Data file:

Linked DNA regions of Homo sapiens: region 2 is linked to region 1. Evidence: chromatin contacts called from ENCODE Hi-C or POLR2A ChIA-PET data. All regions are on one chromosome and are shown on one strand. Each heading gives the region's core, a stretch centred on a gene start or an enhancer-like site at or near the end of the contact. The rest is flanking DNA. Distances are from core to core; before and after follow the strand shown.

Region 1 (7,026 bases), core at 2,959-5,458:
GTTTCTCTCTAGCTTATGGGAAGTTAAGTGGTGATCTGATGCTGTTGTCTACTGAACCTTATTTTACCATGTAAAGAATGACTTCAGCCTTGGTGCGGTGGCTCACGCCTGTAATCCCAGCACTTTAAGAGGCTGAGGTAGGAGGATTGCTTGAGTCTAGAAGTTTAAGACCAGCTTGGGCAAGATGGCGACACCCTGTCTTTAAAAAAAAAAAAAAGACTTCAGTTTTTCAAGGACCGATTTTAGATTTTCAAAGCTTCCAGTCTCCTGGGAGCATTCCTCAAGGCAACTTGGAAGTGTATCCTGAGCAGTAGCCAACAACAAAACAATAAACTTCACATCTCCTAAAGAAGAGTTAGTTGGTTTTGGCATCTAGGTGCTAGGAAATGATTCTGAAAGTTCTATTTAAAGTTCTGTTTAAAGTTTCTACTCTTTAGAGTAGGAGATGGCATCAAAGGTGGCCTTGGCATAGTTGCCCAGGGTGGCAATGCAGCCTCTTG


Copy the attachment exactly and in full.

Linked DNA regions of Homo sapiens: region 2 is linked to region 1. Evidence: chromatin contacts called from ENCODE Hi-C or POLR2A ChIA-PET data. All regions are on one chromosome and are shown on one strand. Each heading gives the region's core, a stretch centred on a gene start or an enhancer-like site at or near the end of the contact. The rest is flanking DNA. Distances are from core to core; before and after follow the strand shown.

Region 1 (7,026 bases), core at 2,959-5,458:
GTTTCTCTCTAGCTTATGGGAAGTTAAGTGGTGATCTGATGCTGTTGTCTACTGAACCTTATTTTACCATGTAAAGAATGACTTCAGCCTTGGTGCGGTGGCTCACGCCTGTAATCCCAGCACTTTAAGAGGCTGAGGTAGGAGGATTGCTTGAGTCTAGAAGTTTAAGACCAGCTTGGGCAAGATGGCGACACCCTGTCTTTAAAAAAAAAAAAAAGACTTCAGTTTTTCAAGGACCGATTTTAGATTTTCAAAGCTTCCAGTCTCCTGGGAGCATTCCTCAAGGCAACTTGGAAGTGTATCCTGAGCAGTAGCCAACAACAAAACAATAAACTTCACATCTCCTAAAGAAGAGTTAGTTGGTTTTGGCATCTAGGTGCTAGGAAATGATTCTGAAAGTTCTATTTAAAGTTCTGTTTAAAGTTTCTACTCTTTAGAGTAGGAGATGGCATCAAAGGTGGCCTTGGCATAGTTGCCCAGGGTGGCAATGCAGCCTCTTG